How I Pinch a Penny: Three methods for making jam

From left: Freezer jam, slow cooker with water bath and slow cooker only.

From left: Freezer jam, slow cooker with water bath and slow cooker only.

Here in southcentral Pennsylvania, it is strawberry season!

We went picking on Saturday because it was overcast and not too terribly hot. The kids are to the age where they are helpful with picking — and not just picking to eat. They are understanding the concept of why we are picking and what these berries will become when we take them home.

They are understanding that a bit of work from them now will yield lots of yummy strawberry treats all year long.

But I am still on the quest for strawberry jam that is thicker than syrup and will hold up when spooned out. So you get to learn from my quest, and hopefully you will find a method that will work for your family.

Method No. 1: Freezer Jam

Start with 1½ cups of sugar and instant fruit pectin.

Crush enough cleaned and hulled strawberries to make 4 cups. DON’T use 4 cups of strawberries and crush them. Crush them first … then measure your 4 cups. There is a difference. We used a muddler from the bar set to accomplish this. A potato masher or a pastry blender works as well. Or, if you want to get messy, use your hands to crush them (just wash your hands well first).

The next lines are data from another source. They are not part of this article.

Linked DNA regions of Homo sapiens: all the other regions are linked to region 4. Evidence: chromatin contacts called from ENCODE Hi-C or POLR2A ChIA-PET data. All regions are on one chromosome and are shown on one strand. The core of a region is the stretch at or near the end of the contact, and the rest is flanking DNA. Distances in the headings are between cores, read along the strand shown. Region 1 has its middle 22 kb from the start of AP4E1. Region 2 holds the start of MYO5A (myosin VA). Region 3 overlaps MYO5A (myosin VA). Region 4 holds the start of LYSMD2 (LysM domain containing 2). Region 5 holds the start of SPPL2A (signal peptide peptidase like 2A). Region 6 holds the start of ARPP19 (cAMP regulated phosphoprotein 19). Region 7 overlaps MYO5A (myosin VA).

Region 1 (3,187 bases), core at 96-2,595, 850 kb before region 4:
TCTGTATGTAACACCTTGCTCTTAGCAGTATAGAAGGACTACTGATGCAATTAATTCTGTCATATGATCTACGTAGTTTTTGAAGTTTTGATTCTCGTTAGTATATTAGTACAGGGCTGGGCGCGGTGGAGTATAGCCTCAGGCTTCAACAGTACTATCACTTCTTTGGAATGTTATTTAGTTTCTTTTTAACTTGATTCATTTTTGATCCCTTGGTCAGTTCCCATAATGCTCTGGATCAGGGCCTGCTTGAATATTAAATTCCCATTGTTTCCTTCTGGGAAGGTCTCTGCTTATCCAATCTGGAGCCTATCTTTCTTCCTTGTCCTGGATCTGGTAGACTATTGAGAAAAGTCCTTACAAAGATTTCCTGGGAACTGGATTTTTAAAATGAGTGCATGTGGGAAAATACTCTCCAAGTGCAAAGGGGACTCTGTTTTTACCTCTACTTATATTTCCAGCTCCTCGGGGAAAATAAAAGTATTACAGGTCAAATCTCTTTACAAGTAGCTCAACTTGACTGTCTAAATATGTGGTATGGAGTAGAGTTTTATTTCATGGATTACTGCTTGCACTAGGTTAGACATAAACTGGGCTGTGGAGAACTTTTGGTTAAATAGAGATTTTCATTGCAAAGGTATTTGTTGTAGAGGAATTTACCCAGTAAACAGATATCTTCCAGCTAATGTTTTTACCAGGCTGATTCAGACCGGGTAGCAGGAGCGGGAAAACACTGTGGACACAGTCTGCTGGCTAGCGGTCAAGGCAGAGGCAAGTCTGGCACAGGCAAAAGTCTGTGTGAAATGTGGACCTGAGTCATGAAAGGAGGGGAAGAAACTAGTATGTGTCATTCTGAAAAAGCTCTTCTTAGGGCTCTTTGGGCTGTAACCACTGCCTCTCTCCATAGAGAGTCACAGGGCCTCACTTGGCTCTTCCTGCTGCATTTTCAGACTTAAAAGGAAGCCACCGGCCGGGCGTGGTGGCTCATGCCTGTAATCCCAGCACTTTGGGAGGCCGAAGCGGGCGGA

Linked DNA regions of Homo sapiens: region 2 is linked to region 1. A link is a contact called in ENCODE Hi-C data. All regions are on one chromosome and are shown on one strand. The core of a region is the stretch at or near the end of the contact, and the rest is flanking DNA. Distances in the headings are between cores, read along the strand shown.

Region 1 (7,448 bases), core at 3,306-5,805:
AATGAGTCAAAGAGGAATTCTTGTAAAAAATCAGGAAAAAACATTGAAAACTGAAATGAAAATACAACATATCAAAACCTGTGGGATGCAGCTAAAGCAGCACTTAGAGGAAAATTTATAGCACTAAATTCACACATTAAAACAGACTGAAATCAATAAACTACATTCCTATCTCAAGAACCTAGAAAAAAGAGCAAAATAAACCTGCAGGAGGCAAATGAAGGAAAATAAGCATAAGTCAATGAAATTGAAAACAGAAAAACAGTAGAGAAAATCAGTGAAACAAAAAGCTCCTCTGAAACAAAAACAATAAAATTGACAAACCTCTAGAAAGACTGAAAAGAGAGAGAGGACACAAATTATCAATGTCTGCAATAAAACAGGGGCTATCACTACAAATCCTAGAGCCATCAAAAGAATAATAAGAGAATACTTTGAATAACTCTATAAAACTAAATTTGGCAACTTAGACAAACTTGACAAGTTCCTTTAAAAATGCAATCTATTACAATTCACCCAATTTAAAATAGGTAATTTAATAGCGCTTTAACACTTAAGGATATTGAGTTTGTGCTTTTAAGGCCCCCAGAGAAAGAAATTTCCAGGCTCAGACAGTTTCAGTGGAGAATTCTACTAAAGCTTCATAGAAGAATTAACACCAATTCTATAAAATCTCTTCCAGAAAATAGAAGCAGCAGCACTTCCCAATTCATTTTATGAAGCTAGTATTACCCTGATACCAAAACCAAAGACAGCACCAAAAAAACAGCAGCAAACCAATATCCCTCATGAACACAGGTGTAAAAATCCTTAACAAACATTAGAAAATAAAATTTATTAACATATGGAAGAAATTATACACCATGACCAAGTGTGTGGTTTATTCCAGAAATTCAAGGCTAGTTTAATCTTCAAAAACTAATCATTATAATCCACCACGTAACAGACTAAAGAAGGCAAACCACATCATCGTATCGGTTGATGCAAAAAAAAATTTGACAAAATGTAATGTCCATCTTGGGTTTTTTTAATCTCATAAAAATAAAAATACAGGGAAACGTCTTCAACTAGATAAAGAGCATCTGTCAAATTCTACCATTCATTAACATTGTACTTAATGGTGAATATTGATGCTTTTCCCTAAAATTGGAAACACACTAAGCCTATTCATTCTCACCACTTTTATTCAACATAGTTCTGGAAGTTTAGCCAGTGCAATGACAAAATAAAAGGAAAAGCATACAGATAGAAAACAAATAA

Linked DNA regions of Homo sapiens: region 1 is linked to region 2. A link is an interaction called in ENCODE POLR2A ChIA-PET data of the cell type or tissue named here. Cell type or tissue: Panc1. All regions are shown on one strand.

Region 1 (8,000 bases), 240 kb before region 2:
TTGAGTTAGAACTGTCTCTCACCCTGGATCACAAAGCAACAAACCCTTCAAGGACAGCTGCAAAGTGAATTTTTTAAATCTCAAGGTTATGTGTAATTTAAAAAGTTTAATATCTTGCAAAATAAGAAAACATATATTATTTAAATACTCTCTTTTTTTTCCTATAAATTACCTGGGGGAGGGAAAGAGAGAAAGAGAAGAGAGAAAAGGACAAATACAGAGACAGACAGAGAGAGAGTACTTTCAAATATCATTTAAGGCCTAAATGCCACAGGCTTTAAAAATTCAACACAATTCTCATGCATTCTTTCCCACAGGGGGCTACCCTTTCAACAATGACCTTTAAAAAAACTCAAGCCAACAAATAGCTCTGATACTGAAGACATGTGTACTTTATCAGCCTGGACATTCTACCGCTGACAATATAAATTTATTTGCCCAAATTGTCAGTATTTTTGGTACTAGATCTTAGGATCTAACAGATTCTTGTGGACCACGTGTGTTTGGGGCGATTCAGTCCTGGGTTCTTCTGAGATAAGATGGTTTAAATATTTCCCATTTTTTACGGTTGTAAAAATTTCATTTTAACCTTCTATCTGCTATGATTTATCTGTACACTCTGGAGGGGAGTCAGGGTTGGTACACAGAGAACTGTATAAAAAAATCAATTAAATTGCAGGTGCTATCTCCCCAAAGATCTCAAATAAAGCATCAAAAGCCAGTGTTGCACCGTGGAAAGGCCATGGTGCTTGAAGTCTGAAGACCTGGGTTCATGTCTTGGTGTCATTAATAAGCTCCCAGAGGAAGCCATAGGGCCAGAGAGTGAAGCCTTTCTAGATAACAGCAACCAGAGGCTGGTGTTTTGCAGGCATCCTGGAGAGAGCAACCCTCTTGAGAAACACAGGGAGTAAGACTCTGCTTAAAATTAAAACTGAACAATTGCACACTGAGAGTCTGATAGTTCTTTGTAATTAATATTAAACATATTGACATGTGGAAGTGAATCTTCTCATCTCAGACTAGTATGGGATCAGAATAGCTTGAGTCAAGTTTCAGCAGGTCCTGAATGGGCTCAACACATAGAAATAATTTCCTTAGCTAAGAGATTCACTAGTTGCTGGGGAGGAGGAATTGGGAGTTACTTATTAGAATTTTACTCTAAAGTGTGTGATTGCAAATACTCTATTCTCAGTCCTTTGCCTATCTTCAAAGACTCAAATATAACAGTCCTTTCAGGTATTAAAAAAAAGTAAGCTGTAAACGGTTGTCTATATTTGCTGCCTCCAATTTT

Stir together the sugar and the instant pectin.

Pour in the 4 cups of crushed berries.

Stir to combine. Be sure all the clumps of sugar and pectin are completely broken up and combined.

If the berries are too big for your taste, use a immersion blender to pulse the mixture a few times.

Ladle into clean pint jars and wipe the rim to clean off any drips.

Place on clean, new lids. Screw on the ring.

Allow to sit undisturbed for 12 to 24 hours.

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Sarah Mock

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